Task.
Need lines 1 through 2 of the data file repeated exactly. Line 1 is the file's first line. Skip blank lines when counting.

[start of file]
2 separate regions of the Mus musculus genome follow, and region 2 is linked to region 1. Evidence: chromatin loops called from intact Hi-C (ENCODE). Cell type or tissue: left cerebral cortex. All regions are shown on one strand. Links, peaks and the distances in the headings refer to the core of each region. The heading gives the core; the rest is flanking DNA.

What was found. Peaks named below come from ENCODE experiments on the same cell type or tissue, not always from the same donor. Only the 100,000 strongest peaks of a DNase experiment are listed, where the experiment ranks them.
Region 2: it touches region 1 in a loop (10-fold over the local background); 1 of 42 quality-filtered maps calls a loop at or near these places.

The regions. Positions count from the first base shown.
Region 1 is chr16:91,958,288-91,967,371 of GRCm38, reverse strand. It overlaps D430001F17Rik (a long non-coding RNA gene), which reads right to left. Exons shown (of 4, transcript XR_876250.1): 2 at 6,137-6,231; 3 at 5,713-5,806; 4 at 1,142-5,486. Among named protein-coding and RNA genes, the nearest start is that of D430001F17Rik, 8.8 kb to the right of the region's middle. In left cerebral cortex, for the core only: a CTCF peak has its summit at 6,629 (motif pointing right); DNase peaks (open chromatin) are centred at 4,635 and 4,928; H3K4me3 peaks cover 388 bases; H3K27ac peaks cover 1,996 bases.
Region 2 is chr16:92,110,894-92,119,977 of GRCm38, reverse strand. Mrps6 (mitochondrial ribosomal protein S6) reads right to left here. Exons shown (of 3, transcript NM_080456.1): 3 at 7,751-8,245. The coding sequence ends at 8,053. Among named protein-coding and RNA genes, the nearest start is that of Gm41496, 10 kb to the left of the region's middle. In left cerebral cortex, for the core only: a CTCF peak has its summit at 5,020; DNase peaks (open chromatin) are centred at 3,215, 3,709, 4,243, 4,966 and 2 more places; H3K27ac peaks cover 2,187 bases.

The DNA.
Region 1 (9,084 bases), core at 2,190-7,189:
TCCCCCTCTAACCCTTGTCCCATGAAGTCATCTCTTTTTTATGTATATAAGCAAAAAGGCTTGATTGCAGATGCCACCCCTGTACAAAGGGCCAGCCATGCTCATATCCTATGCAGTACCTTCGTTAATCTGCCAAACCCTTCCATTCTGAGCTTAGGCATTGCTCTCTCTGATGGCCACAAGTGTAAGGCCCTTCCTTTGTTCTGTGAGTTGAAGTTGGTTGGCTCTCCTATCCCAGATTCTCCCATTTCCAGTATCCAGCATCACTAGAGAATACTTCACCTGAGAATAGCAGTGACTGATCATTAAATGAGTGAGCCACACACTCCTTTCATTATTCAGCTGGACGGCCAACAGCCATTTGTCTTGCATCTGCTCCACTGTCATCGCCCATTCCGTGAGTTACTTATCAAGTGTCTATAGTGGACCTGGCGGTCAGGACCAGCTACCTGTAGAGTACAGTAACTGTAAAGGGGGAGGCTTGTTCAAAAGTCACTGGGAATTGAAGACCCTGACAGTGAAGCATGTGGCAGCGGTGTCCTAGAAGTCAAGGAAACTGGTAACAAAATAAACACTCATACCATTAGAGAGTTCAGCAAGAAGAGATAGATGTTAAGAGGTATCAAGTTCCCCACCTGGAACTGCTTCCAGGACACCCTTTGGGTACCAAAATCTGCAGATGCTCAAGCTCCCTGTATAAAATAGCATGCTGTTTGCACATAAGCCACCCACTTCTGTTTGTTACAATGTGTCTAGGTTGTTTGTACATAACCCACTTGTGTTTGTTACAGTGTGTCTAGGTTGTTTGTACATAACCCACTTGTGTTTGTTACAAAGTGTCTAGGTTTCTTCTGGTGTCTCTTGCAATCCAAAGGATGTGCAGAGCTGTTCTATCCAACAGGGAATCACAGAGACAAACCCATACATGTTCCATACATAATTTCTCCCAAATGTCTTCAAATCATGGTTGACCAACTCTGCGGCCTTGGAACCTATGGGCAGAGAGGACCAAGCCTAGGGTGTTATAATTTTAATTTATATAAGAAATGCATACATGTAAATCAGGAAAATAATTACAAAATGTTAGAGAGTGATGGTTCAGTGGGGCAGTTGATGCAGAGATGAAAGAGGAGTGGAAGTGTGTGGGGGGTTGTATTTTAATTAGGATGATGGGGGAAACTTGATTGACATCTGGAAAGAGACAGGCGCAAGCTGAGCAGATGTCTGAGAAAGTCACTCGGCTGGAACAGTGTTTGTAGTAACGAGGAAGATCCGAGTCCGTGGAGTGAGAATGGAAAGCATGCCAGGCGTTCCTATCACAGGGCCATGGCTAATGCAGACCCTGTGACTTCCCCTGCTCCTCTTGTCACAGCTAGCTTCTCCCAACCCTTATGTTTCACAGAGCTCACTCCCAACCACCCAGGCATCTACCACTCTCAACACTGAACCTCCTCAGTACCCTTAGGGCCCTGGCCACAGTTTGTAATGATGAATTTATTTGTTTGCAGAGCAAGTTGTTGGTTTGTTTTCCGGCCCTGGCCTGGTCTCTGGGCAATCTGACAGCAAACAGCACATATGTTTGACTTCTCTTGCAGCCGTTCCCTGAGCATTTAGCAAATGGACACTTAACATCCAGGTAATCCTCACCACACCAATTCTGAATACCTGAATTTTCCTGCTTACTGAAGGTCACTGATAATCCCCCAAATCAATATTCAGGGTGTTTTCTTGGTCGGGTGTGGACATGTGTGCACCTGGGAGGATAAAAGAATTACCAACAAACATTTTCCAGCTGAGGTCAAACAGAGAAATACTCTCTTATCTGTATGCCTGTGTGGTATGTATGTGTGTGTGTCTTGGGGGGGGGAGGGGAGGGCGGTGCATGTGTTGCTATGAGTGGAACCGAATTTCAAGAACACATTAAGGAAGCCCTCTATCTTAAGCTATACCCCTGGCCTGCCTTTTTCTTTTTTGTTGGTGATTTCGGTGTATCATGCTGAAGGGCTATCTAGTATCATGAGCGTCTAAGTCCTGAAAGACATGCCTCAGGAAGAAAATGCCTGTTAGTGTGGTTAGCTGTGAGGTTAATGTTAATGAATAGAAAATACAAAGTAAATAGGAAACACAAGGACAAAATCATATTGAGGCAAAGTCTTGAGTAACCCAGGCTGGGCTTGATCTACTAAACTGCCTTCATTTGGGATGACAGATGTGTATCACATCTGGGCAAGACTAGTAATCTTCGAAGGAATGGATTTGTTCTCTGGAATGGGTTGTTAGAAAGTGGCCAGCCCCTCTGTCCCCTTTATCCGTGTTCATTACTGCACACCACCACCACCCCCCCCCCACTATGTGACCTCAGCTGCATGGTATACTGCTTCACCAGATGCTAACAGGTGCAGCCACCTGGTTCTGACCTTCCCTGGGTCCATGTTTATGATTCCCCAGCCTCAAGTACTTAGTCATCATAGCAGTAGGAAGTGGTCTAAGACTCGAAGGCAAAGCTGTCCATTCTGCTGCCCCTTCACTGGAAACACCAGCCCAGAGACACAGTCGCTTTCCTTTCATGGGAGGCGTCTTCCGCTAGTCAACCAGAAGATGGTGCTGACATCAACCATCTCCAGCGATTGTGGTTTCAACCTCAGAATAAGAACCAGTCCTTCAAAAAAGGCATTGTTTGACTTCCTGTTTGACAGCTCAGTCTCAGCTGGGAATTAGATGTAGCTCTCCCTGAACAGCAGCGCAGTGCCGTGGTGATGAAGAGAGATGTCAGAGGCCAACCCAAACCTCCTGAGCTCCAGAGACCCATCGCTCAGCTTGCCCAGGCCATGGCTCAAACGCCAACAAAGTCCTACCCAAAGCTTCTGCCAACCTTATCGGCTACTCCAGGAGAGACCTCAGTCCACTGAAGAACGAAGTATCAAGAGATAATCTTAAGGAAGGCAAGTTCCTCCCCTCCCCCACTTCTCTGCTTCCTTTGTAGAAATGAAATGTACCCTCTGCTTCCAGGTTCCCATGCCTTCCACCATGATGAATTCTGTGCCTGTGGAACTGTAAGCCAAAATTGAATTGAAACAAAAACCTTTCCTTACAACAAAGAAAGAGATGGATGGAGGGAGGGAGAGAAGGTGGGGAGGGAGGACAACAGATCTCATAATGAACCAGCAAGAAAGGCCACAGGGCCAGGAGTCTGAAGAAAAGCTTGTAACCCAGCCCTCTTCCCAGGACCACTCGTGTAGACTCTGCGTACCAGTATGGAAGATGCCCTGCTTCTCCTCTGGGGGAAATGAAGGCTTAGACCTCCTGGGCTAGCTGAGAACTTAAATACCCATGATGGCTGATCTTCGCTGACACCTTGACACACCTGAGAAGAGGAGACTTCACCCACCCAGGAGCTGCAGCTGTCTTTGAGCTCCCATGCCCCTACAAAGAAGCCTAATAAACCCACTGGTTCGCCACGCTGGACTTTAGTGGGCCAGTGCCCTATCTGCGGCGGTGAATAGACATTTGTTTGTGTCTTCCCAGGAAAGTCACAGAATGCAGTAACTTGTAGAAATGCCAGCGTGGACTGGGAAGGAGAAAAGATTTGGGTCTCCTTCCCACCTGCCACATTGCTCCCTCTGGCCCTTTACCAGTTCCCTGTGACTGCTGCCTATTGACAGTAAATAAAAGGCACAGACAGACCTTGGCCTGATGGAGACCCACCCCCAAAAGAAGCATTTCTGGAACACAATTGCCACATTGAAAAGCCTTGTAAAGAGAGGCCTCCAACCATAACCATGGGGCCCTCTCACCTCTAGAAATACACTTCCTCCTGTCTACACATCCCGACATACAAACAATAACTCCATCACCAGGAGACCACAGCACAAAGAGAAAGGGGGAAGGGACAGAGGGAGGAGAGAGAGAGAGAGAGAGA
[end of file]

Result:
2 separate regions of the Mus musculus genome follow, and region 2 is linked to region 1. Evidence: chromatin loops called from intact Hi-C (ENCODE). Cell type or tissue: left cerebral cortex. All regions are shown on one strand. Links, peaks and the distances in the headings refer to the core of each region. The heading gives the core; the rest is flanking DNA.

What was found. Peaks named below come from ENCODE experiments on the same cell type or tissue, not always from the same donor. Only the 100,000 strongest peaks of a DNase experiment are listed, where the experiment ranks them.